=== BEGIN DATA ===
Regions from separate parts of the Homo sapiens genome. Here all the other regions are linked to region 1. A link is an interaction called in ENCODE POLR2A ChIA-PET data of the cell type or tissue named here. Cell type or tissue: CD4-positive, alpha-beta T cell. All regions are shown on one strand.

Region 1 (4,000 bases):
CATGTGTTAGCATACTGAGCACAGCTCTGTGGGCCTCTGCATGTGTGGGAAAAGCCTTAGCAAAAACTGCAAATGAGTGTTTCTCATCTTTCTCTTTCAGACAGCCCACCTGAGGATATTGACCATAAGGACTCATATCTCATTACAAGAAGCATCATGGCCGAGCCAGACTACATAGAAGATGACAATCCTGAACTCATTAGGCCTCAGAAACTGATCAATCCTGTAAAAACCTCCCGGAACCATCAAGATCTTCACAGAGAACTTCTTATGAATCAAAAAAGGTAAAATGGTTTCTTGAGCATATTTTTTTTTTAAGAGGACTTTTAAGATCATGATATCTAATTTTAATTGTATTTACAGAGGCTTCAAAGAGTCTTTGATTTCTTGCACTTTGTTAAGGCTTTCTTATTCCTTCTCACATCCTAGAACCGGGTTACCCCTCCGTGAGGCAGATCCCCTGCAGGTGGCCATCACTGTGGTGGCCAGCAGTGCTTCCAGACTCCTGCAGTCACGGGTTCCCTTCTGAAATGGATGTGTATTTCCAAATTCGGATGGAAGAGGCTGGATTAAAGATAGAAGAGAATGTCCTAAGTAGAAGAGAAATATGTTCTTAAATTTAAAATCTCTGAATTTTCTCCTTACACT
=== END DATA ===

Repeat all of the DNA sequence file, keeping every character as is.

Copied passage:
Regions from separate parts of the Homo sapiens genome. Here all the other regions are linked to region 1. A link is an interaction called in ENCODE POLR2A ChIA-PET data of the cell type or tissue named here. Cell type or tissue: CD4-positive, alpha-beta T cell. All regions are shown on one strand.

Region 1 (4,000 bases):
CATGTGTTAGCATACTGAGCACAGCTCTGTGGGCCTCTGCATGTGTGGGAAAAGCCTTAGCAAAAACTGCAAATGAGTGTTTCTCATCTTTCTCTTTCAGACAGCCCACCTGAGGATATTGACCATAAGGACTCATATCTCATTACAAGAAGCATCATGGCCGAGCCAGACTACATAGAAGATGACAATCCTGAACTCATTAGGCCTCAGAAACTGATCAATCCTGTAAAAACCTCCCGGAACCATCAAGATCTTCACAGAGAACTTCTTATGAATCAAAAAAGGTAAAATGGTTTCTTGAGCATATTTTTTTTTTAAGAGGACTTTTAAGATCATGATATCTAATTTTAATTGTATTTACAGAGGCTTCAAAGAGTCTTTGATTTCTTGCACTTTGTTAAGGCTTTCTTATTCCTTCTCACATCCTAGAACCGGGTTACCCCTCCGTGAGGCAGATCCCCTGCAGGTGGCCATCACTGTGGTGGCCAGCAGTGCTTCCAGACTCCTGCAGTCACGGGTTCCCTTCTGAAATGGATGTGTATTTCCAAATTCGGATGGAAGAGGCTGGATTAAAGATAGAAGAGAATGTCCTAAGTAGAAGAGAAATATGTTCTTAAATTTAAAATCTCTGAATTTTCTCCTTACACT